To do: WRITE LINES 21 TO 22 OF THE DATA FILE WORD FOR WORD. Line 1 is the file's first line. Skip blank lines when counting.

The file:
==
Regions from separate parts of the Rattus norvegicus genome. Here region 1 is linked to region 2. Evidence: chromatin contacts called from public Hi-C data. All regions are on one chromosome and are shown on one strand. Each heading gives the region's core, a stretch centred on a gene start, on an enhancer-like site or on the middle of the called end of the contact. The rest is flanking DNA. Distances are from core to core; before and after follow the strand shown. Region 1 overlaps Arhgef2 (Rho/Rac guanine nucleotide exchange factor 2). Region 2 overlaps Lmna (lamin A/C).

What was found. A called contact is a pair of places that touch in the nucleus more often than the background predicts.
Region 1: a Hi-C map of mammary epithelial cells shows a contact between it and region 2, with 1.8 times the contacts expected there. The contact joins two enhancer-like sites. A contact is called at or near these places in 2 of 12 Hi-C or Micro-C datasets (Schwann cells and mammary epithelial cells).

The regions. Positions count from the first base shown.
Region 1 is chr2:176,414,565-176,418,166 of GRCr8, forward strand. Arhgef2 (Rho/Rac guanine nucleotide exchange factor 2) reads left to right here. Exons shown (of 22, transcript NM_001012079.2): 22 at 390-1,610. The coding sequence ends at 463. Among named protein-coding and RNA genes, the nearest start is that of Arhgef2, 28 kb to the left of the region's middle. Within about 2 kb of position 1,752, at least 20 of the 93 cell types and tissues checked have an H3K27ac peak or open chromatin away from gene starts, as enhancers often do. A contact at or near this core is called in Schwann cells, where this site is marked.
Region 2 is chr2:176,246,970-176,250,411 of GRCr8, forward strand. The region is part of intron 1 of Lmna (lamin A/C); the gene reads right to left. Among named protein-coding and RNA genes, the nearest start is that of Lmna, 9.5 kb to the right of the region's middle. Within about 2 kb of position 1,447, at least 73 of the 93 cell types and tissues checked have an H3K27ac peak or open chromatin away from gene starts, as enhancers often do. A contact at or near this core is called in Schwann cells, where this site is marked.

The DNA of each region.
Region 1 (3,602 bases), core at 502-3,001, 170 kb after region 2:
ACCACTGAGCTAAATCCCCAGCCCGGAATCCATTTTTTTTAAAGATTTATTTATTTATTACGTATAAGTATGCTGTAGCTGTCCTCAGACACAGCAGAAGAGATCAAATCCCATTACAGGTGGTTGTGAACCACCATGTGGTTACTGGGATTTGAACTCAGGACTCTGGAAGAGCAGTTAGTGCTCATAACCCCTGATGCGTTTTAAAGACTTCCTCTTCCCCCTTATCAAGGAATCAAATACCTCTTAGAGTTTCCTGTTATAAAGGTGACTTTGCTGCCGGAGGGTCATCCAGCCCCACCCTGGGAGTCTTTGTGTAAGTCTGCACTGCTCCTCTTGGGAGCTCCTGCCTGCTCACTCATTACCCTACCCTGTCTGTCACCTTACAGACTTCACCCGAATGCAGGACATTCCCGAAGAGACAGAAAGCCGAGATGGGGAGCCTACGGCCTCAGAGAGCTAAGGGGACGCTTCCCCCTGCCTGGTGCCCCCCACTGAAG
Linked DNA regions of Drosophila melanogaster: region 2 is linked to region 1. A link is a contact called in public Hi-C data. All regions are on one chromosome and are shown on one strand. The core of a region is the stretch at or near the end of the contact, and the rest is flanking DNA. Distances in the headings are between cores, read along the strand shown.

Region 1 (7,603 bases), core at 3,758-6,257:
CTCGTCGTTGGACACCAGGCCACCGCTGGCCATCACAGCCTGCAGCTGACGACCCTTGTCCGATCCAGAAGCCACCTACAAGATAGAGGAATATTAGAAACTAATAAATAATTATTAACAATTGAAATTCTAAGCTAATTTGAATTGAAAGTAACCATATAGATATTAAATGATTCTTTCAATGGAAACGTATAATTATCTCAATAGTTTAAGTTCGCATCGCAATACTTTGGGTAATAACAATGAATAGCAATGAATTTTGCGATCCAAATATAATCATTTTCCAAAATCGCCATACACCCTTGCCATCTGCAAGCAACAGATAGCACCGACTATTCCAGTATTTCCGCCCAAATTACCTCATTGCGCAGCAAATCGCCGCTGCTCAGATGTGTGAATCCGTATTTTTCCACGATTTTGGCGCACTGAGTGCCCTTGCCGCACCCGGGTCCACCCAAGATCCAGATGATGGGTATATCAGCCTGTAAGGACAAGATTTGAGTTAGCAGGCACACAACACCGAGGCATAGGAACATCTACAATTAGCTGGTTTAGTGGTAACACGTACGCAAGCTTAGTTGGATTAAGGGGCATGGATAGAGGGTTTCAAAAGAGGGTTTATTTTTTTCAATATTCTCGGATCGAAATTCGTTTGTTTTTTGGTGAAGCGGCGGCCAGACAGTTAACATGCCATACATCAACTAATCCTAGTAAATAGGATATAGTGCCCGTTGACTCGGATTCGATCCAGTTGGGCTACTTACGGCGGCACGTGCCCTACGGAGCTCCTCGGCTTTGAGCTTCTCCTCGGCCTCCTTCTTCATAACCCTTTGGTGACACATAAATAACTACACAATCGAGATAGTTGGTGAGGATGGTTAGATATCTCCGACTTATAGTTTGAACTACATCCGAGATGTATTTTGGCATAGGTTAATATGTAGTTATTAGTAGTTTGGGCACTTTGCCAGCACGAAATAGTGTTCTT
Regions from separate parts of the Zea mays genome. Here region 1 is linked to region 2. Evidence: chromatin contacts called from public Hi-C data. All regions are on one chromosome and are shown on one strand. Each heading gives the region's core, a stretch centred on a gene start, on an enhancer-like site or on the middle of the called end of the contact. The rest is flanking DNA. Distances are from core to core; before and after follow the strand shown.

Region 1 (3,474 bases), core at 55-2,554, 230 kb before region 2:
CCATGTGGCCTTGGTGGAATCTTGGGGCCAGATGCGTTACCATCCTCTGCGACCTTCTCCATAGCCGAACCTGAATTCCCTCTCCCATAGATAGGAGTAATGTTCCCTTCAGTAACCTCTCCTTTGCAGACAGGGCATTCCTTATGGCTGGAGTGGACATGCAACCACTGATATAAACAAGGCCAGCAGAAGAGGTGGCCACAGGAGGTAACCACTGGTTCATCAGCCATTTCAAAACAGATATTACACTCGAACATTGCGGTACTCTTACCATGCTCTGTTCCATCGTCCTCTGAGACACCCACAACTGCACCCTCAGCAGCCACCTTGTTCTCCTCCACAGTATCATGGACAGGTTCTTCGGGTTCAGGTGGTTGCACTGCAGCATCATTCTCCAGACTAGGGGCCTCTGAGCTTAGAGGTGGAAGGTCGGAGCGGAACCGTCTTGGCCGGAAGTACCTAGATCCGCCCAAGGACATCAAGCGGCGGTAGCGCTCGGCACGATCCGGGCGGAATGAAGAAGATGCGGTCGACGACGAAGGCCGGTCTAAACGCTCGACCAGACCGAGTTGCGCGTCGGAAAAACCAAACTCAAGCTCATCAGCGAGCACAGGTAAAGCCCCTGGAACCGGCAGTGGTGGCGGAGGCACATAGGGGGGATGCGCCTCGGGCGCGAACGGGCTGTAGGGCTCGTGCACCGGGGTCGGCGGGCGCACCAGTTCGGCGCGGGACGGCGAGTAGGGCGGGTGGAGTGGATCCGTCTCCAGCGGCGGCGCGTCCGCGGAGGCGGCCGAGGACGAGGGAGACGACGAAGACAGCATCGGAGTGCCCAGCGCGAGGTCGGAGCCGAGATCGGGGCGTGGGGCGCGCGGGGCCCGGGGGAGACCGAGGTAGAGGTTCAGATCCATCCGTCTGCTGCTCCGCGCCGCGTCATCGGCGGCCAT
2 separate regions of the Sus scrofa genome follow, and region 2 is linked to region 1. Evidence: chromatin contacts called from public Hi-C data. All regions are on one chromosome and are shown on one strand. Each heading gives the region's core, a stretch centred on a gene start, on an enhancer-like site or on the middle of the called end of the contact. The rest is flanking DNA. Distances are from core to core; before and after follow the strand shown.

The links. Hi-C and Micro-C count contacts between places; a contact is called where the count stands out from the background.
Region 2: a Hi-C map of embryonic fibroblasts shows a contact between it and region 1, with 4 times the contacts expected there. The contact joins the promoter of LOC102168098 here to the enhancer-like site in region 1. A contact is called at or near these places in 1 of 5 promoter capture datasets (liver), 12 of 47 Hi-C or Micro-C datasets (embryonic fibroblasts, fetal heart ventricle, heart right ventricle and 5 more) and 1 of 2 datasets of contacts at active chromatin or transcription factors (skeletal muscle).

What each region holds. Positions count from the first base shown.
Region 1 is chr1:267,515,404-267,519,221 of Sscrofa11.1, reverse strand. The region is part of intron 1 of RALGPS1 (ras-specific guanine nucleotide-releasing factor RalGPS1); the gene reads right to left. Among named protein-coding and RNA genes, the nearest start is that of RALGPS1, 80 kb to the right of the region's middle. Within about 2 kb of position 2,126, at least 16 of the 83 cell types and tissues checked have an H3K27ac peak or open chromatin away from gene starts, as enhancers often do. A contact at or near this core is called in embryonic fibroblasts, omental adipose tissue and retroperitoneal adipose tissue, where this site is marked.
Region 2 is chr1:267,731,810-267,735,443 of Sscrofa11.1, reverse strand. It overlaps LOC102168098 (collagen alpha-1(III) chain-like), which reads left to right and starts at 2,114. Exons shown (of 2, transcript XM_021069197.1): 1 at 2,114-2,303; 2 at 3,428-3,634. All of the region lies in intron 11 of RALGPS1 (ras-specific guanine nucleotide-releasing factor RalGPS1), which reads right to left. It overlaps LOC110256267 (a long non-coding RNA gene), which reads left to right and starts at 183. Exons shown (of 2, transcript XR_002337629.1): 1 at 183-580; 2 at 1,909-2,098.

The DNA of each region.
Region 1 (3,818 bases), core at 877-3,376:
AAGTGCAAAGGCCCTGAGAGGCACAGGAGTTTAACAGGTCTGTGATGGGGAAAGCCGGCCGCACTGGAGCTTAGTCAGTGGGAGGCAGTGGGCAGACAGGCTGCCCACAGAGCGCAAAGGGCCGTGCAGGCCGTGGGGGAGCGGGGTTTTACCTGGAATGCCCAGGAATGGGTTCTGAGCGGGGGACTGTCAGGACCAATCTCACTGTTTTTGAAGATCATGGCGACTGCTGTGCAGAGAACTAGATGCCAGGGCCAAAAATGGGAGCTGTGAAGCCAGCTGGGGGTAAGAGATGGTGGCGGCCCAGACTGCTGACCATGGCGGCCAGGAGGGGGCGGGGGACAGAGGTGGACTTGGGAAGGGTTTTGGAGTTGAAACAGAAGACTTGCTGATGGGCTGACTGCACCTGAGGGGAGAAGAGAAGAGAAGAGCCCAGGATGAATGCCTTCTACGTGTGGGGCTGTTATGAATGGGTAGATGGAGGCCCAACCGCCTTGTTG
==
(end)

Region 2 is chr1:267,731,810-267,735,443 of Sscrofa11.1, reverse strand. It overlaps LOC102168098 (collagen alpha-1(III) chain-like), which reads left to right and starts at 2,114. Exons shown (of 2, transcript XM_021069197.1): 1 at 2,114-2,303; 2 at 3,428-3,634. All of the region lies in intron 11 of RALGPS1 (ras-specific guanine nucleotide-releasing factor RalGPS1), which reads right to left. It overlaps LOC110256267 (a long non-coding RNA gene), which reads left to right and starts at 183. Exons shown (of 2, transcript XR_002337629.1): 1 at 183-580; 2 at 1,909-2,098.

The DNA of each region.